Off Broadway Reviews
If you think that heroin junkies, bisexual artists, and angry hippie poets could make for a interesting evening of theater, think again. David Sirk's excruciatingly dull solo show The Devil Winks, a look at life in Alphabet City in the 1980s, now at the Creative Place Theater, is so boring that it makes the laughable street figures from the recent Broadway disaster Brooklyn seem interesting by comparison. Sirk's play is a hodgepodge of drug-themed anecdotes and portraits of eccentric characters that lasts, including intermission, an interminable 2 hours and 15 minutes. Unfocused and unengaging, The Devil Winks is in dire need of structure and editing, not to mention a shot of adrenaline to awaken it from its dramatic stupor.
One might think that the pre-gentrified East Village would be the source of outrageous material for a play (it worked for Rent), but Sirk's presentation is unusually reserved and distractingly disjointed. Though he might be recounting episodes from his own life, Sirk seems particularly disinterested in the stories he tells. His lackadaisical and monotonous style of delivery kept making my mind wander, and I actually found myself more interested in the sound of the jackhammers working away outside the theater than in anything happening on stage. Sirk seems blasé and jaded about his time in Alphabet City, and if he doesn't really care or, for that matter, at least feign excitement, why should we? Oddly enough, it is only when Sirk impersonates a variety of other characters including Philippe, a French bisexual painter, the Pope of Dope, a drugged-out East Village "guru," and David Life, owner of the Life Café, that the audience gets even the smallest taste of characters who are the least bit engaging and distinctive.
But characters alone do not a play make. It doesn't help that the show lacks a plot or conflict of any sort. Instead, the tedious play rambles from one story of drug use and drinking to the next, never developing into a coherent whole. Indeed, the monologues could be rearranged in virtually any order without making any difference to the current structure of the work. As it now plays, The Devil Winks requires drastic editing as Sirk's superficial tales of his life as a privileged white resident of the Alphabet City neighborhood frequently stretch on without direction or reason.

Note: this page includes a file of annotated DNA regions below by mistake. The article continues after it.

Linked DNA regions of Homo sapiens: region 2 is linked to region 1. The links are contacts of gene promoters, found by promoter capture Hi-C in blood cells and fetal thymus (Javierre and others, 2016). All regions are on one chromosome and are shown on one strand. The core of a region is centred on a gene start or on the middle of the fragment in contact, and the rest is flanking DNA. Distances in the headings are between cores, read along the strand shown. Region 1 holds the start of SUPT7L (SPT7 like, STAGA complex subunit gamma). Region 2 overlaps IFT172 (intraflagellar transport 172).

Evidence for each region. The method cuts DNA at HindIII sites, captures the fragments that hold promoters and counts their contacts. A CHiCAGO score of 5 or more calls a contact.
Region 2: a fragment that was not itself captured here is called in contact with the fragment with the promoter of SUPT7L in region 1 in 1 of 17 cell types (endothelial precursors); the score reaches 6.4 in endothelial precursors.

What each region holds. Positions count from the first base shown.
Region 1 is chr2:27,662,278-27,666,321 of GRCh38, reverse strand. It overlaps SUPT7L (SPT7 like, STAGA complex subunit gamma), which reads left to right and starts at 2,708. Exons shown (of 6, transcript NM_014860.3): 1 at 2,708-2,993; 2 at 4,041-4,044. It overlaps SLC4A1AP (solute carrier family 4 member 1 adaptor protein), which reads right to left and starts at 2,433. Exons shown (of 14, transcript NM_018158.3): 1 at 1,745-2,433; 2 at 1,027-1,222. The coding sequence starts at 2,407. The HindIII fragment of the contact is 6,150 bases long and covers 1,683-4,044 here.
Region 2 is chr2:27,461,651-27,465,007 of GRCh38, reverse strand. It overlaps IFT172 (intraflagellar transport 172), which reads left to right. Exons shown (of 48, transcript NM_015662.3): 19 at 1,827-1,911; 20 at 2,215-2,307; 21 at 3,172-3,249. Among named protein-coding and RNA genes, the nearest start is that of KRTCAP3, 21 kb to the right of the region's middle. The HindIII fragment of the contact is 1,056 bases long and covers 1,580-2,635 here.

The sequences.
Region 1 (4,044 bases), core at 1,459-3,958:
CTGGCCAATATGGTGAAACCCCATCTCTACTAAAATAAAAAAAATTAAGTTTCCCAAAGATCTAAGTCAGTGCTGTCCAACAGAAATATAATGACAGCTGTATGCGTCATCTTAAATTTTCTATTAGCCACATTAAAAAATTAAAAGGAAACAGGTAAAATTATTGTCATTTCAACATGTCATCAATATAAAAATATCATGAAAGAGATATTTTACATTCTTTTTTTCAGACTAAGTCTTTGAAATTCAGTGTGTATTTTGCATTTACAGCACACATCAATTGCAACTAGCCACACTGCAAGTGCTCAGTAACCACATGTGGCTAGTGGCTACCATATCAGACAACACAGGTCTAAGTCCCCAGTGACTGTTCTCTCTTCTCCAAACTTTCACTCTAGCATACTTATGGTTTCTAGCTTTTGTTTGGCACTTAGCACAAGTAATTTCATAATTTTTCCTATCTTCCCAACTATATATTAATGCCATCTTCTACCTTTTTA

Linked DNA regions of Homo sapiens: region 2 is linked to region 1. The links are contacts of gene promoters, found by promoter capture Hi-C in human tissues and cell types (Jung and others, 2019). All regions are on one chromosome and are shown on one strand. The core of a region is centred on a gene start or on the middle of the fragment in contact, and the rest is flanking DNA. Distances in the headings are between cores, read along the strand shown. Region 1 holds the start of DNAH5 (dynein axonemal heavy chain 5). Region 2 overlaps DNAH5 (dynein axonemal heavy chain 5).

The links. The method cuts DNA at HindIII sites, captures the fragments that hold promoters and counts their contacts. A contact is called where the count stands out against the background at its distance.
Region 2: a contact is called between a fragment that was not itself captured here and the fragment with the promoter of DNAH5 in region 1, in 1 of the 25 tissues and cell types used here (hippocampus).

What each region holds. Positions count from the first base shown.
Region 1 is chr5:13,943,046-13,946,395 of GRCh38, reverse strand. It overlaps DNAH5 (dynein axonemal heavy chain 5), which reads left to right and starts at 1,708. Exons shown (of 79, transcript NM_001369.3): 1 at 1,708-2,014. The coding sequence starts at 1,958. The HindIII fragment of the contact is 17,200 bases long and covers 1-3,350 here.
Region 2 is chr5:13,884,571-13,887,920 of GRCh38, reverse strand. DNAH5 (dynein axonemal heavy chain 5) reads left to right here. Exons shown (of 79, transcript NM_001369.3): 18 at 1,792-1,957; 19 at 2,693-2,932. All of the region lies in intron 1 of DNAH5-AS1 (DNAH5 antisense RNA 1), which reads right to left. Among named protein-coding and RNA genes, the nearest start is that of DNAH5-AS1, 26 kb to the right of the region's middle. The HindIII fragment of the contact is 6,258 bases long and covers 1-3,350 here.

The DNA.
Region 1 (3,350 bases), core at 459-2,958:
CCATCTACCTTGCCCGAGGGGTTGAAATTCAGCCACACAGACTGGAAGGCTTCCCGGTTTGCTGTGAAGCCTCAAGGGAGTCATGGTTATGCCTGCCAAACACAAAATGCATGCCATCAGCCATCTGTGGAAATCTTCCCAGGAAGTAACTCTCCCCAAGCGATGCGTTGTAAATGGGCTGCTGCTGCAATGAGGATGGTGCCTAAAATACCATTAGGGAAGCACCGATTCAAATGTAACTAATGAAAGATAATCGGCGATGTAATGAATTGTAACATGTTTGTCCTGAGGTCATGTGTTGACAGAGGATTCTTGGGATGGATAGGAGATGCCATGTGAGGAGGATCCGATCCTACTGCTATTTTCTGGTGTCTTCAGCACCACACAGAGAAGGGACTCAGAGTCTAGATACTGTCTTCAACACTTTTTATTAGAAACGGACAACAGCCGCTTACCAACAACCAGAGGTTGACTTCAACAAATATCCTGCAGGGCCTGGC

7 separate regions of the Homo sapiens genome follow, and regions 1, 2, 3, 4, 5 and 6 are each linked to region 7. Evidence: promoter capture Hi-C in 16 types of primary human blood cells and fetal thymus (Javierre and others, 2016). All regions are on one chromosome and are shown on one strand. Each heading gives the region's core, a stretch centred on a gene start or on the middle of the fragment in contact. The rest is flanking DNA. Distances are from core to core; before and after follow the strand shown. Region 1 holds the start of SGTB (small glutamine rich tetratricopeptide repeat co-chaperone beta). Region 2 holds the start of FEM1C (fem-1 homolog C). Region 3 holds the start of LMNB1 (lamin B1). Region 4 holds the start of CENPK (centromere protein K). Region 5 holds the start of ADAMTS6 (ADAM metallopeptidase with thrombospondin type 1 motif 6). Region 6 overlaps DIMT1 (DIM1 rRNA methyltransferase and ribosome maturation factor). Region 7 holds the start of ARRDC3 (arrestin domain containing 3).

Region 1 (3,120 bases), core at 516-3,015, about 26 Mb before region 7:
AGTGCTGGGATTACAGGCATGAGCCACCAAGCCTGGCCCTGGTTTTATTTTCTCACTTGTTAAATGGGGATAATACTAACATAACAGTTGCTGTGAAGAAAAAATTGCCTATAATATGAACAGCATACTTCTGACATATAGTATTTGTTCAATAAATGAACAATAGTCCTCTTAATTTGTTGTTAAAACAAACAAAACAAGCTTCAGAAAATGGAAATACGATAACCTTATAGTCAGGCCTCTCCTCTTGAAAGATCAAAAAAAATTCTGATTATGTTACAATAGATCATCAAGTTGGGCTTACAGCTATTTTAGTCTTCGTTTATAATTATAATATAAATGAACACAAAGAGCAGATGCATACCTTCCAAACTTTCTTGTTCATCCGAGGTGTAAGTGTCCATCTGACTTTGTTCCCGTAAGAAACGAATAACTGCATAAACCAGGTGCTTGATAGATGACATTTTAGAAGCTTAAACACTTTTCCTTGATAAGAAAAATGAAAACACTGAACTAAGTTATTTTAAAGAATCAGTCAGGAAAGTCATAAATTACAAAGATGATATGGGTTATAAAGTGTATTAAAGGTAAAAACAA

At one moment in the show, Sirk gives us a look into the ubiquitous poetry readings that once defined the East Village. He presents us, though, with not one, not two, but six examples of "wacky" poets who inhabit the Life Café, and after impersonating his third poet, the bit quickly grows old and tiresome. The show is further hindered by its lack of direction, a particular irony considering that the play has direction by both Sirk and co-director Judy Baird. Despite this dual input, the piece feels unstaged and haphazard as if Sirk were making the work up as he goes along. The play jerks, sputters, pauses, and runs into multiple dead spots, entirely lacking in flow, structure, or design.
Did I mention that there are songs in the show? Despite the fact that Sirk sings to a prerecorded tape, his use of the microphone obscures almost all of his lyrics, turning his songs, which musically are quite unpleasant to listen to and even involve banging on a trash can at one point, into incomprehensible nonsense. Suffice it to say the songs do little to flesh out the play's anemic anecdotes and, if anything, just make the play's proceedings even more embarrassing.
The Devil Winks never really reveals the grittiness of the East Village; instead Sirk seemingly positions himself as a detached observer, resulting in play that runs cool rather than hot. On opening night, the show experienced some technical difficulties with the lighting for which Sirk apologized. Such glitches are of course forgivable and understandable, but improved lighting could in no way make up for the tediousness of writing, acting, and directing in this eminently forgettable work.
Creative Place Theatre